Why Do Lebanese Wines Taste Distinct?
The way a wine tastes, its “nose” or bouquet, its appearance and mouth feel depends on one thing – terroir. The term which comes from the French word terre (land) is what makes a wine what it is, and in a sense is the term used to explain the place and conditions in which a particular grape was raised: the soil, climate, terrain, and even surrounding microflora all contribute to create a unique terroir.
Like all wine, Lebanese wine made from grapes grown in different regions of the country display different characteristics. Here’s a glimpse into the four main wine-producing regions of Lebanon.
Fed by the melting snow that runs off the Lebanon and Anti-Lebanon mountains, the Bekaa Valley in the East is Lebanon’s most fertile farming area and also its most well-known wine producing region. The terroir is marked by its own water supply, long dry summers and mild nights. The soil in the Bekaa valley varies from limestone, to clay and even terra rossa lending immense range and complexity to wines originating from this region.
The mountainous Batroun region in the North is the second most popular wine-producing region in Lebanon after the Bekaa. The grapes here are grown at altitudes between 400m and 1,300m, with vineyards either facing the sea or located further inland. The region’s very diverse character makes it a hotspot for boutique wineries and distinctive wines.
The Chouf region – located South-East of Beirut – is characterized by its warm summers and mild winters, which render the grapes distinct in flavor. The area is exposed to the Mediterranean on its West and Southwest, and is located on calcareous clay soil that delays the ripening of the grapes and produces more acidic wines.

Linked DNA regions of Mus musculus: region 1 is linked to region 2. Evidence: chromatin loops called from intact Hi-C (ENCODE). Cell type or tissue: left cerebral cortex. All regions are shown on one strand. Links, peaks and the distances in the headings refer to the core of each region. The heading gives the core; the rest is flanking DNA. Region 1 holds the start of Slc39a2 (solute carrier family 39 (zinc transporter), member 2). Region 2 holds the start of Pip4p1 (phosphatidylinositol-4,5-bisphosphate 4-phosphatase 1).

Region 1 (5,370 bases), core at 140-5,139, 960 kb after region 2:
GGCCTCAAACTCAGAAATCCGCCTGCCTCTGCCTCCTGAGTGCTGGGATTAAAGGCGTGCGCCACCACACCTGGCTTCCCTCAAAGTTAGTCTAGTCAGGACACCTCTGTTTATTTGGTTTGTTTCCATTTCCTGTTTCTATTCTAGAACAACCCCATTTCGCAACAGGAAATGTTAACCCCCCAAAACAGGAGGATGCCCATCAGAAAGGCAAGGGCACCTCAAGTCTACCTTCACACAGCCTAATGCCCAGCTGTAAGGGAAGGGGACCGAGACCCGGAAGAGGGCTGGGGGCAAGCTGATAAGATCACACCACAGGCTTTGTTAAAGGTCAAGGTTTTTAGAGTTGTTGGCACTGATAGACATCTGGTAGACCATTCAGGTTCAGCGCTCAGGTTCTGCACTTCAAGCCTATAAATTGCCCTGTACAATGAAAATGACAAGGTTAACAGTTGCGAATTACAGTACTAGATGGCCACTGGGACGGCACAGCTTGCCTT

The South’s famous range of microclimates, along with its valleys and plateaus, give the region great potential in producing remarkably unique wines. Grapes are generally grown at altitudes that range from 600m to 1,300m in soils that also differ from one area to the next, producing exceptional wines.
Although a great number of the grape varieties grown in Lebanon are originally French (Cabernet Sauvignon, Merlot, Syrah, etc.) the country’s unique geography and microclimates lend Lebanese wine a flavor profile that is appreciated by lovers of both Old and New World wines.
Stay tuned for future posts which will delve in greater detail into the wines of each region.